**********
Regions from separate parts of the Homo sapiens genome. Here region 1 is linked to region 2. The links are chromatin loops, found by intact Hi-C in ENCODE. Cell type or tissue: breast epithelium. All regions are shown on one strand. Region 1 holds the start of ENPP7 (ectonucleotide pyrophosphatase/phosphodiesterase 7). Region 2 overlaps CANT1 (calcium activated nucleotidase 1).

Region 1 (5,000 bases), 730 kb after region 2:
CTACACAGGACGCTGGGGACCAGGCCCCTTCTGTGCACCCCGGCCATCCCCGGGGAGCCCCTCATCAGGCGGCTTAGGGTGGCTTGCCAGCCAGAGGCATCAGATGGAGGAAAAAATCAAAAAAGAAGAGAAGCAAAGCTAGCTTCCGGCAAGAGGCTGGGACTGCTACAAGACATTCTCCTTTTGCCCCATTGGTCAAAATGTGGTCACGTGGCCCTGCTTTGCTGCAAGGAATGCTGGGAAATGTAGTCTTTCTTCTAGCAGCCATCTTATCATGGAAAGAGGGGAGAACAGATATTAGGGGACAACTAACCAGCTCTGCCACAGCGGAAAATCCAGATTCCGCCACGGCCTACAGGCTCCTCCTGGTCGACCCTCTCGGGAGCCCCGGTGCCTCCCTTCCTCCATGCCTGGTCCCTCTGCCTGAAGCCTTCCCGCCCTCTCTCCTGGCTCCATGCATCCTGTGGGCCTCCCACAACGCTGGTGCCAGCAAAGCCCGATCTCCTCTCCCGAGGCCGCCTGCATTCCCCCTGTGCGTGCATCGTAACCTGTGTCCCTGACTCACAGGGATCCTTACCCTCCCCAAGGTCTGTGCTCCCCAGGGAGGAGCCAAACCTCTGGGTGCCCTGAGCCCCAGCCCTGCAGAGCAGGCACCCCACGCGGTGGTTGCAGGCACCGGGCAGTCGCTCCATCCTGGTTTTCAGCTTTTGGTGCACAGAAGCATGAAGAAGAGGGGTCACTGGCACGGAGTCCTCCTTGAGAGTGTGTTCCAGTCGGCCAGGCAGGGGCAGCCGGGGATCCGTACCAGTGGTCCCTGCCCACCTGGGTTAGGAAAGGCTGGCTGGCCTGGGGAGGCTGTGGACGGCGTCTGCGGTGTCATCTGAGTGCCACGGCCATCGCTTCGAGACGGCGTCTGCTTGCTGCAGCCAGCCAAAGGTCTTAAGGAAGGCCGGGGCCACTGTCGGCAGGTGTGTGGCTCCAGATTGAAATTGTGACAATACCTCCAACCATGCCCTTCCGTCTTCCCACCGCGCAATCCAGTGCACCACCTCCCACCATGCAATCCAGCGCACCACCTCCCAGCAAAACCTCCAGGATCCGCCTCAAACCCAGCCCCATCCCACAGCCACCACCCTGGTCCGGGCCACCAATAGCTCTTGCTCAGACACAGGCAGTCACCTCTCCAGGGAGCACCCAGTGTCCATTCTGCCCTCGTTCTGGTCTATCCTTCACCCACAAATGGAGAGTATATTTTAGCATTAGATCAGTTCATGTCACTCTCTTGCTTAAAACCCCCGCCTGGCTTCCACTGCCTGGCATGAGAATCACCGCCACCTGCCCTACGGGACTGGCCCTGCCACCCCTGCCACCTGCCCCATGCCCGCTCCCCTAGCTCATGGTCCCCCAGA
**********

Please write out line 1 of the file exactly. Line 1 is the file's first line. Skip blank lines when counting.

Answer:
Regions from separate parts of the Homo sapiens genome. Here region 1 is linked to region 2. The links are chromatin loops, found by intact Hi-C in ENCODE. Cell type or tissue: breast epithelium. All regions are shown on one strand. Region 1 holds the start of ENPP7 (ectonucleotide pyrophosphatase/phosphodiesterase 7). Region 2 overlaps CANT1 (calcium activated nucleotidase 1).